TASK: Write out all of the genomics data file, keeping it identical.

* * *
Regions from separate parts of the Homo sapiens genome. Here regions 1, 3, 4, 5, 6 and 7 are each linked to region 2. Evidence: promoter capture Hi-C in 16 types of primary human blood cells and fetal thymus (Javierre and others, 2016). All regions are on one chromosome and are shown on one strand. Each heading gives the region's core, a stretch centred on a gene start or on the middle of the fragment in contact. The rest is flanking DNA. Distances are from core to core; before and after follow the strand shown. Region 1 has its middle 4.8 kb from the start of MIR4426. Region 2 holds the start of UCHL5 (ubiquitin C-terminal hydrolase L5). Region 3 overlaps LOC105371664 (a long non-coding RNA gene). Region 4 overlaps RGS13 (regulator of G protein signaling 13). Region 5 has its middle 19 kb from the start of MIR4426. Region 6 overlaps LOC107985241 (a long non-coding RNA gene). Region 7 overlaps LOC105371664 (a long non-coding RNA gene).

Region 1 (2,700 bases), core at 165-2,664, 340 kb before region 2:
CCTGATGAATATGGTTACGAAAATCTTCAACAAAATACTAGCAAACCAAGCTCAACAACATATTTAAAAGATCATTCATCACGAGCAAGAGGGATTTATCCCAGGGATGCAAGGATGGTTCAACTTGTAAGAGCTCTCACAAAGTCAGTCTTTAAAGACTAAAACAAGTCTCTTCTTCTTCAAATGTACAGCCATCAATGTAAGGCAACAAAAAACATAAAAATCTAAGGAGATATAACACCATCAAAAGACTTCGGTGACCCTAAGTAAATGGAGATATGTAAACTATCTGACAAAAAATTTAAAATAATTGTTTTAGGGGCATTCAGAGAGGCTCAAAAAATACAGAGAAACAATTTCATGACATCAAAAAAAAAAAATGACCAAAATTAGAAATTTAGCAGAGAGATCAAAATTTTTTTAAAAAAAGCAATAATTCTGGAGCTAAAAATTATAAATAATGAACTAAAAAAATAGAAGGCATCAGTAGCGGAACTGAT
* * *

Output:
Regions from separate parts of the Homo sapiens genome. Here regions 1, 3, 4, 5, 6 and 7 are each linked to region 2. Evidence: promoter capture Hi-C in 16 types of primary human blood cells and fetal thymus (Javierre and others, 2016). All regions are on one chromosome and are shown on one strand. Each heading gives the region's core, a stretch centred on a gene start or on the middle of the fragment in contact. The rest is flanking DNA. Distances are from core to core; before and after follow the strand shown. Region 1 has its middle 4.8 kb from the start of MIR4426. Region 2 holds the start of UCHL5 (ubiquitin C-terminal hydrolase L5). Region 3 overlaps LOC105371664 (a long non-coding RNA gene). Region 4 overlaps RGS13 (regulator of G protein signaling 13). Region 5 has its middle 19 kb from the start of MIR4426. Region 6 overlaps LOC107985241 (a long non-coding RNA gene). Region 7 overlaps LOC105371664 (a long non-coding RNA gene).

Region 1 (2,700 bases), core at 165-2,664, 340 kb before region 2:
CCTGATGAATATGGTTACGAAAATCTTCAACAAAATACTAGCAAACCAAGCTCAACAACATATTTAAAAGATCATTCATCACGAGCAAGAGGGATTTATCCCAGGGATGCAAGGATGGTTCAACTTGTAAGAGCTCTCACAAAGTCAGTCTTTAAAGACTAAAACAAGTCTCTTCTTCTTCAAATGTACAGCCATCAATGTAAGGCAACAAAAAACATAAAAATCTAAGGAGATATAACACCATCAAAAGACTTCGGTGACCCTAAGTAAATGGAGATATGTAAACTATCTGACAAAAAATTTAAAATAATTGTTTTAGGGGCATTCAGAGAGGCTCAAAAAATACAGAGAAACAATTTCATGACATCAAAAAAAAAAAATGACCAAAATTAGAAATTTAGCAGAGAGATCAAAATTTTTTTAAAAAAAGCAATAATTCTGGAGCTAAAAATTATAAATAATGAACTAAAAAAATAGAAGGCATCAGTAGCGGAACTGAT